The clinical features of amyotrophic lateral sclerosis: diagnosis, natural history and epidemiology

Published on June 30, 2016   33 min
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My name is Kevin Talbot. I am a neurologist at the University of Oxford in United Kingdom and run the Oxford Motor Neuron Disease Care and Research Centre, where we see patients with amyotrophic lateral sclerosis, and other motor neuron disorders. Today, I'm going to talk to you about the clinical features of amyotrophic lateral sclerosis concentrating principally on diagnosis but also touching on natural history and prognosis and also on epidemiology.
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Amyotrophic lateral sclerosis is in essence a neurotic degenerative disease and in that it is in common with Parkinson's and Alzheimer's disease, an age related condition. And you can see from the graph here of the UK population that the condition peaks in incidence in the 70s. The prevalence of the condition is roughly 5 per 100,000, which means that in the United Kingdom there are about 5,000 people living with motor neuron disease at any one time. Throughout the world, it's estimated there may be several 100,000 people with ALS although for much of the world we don't really know the epidemiology. Over the lifetime of an individual, there's roughly a 1 in 400 risk of developing the disease. This is a condition which appears to have a focal onset in the cortical motor neuronal system, that's to say, the system which controls voluntary movement originating at the motorcortex of the brain and descending to the spinal cord. I know that there is much that we don't know about this process. This is a condition that appear to arise in a focal area at then undergoes contiguous spread. Below, you'll see the characteristic ubiquitinated cytoplasmic insoluble aggregates seen at neuropathology which form characteristic structures such as these skein-like inclusions in the middle panel and so-called Bunina bodies in the right-hand panel. And that you will see staining with TDP-43. This is a protein which normally resides in the nucleus, and it's the hallmark protein of amyotrophic lateral sclerosis. And in the disease the protein moves into the cytoplasm where it forms insoluble aggregates and is the major protein constituent of the ubiquitinated inclusions. Approximately, 95%-97% of all patients with ALS of this characteristic pathology, suggesting there are common biological underpinnings for to the disease.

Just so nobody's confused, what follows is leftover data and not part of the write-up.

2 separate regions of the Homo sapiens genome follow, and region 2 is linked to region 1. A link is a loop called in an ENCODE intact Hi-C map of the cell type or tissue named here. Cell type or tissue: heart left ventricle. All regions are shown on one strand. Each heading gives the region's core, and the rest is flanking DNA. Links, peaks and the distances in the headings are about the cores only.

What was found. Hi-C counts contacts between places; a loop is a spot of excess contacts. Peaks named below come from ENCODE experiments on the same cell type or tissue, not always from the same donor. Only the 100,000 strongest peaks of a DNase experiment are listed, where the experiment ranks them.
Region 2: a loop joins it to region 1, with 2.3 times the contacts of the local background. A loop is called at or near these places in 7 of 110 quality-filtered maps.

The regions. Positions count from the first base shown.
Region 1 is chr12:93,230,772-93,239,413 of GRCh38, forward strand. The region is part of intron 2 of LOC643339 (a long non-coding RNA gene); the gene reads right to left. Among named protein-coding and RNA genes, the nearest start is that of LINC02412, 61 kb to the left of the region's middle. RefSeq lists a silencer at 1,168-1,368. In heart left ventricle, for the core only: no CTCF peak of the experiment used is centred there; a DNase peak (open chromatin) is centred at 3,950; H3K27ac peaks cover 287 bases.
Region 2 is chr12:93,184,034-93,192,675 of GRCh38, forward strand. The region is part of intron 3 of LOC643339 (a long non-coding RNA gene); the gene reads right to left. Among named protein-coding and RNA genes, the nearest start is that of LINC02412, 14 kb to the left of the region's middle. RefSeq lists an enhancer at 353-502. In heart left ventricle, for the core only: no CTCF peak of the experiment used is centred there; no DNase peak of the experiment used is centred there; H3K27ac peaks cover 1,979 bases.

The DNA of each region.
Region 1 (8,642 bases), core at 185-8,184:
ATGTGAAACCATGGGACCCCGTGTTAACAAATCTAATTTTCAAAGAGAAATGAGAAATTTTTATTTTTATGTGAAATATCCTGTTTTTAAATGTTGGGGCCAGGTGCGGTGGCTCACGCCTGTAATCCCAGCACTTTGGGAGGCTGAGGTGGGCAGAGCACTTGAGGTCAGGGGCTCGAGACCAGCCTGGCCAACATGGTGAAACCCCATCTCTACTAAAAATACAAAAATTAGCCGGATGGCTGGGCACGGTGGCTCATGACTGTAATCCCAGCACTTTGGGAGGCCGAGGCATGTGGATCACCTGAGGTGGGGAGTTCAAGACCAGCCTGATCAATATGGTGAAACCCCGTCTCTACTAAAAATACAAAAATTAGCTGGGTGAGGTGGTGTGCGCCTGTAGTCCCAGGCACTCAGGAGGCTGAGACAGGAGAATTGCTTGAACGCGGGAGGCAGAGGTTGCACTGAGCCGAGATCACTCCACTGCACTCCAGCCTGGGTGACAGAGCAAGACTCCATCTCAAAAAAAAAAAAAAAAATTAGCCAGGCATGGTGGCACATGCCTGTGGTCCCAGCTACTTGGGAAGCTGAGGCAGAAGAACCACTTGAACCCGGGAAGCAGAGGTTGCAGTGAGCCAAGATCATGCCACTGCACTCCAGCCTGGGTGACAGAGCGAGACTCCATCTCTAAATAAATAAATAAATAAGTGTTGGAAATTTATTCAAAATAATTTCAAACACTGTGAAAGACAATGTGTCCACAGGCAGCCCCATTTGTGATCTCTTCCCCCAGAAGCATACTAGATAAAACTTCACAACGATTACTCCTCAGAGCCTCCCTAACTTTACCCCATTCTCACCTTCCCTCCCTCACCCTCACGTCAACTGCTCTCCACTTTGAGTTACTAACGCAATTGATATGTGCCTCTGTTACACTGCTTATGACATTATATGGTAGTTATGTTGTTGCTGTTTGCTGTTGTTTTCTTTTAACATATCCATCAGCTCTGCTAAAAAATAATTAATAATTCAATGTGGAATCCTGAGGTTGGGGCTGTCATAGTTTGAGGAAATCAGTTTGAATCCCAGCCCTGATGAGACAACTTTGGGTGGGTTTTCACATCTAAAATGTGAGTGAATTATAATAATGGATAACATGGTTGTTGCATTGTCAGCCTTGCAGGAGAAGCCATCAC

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The clinical features of amyotrophic lateral sclerosis: diagnosis, natural history and epidemiology

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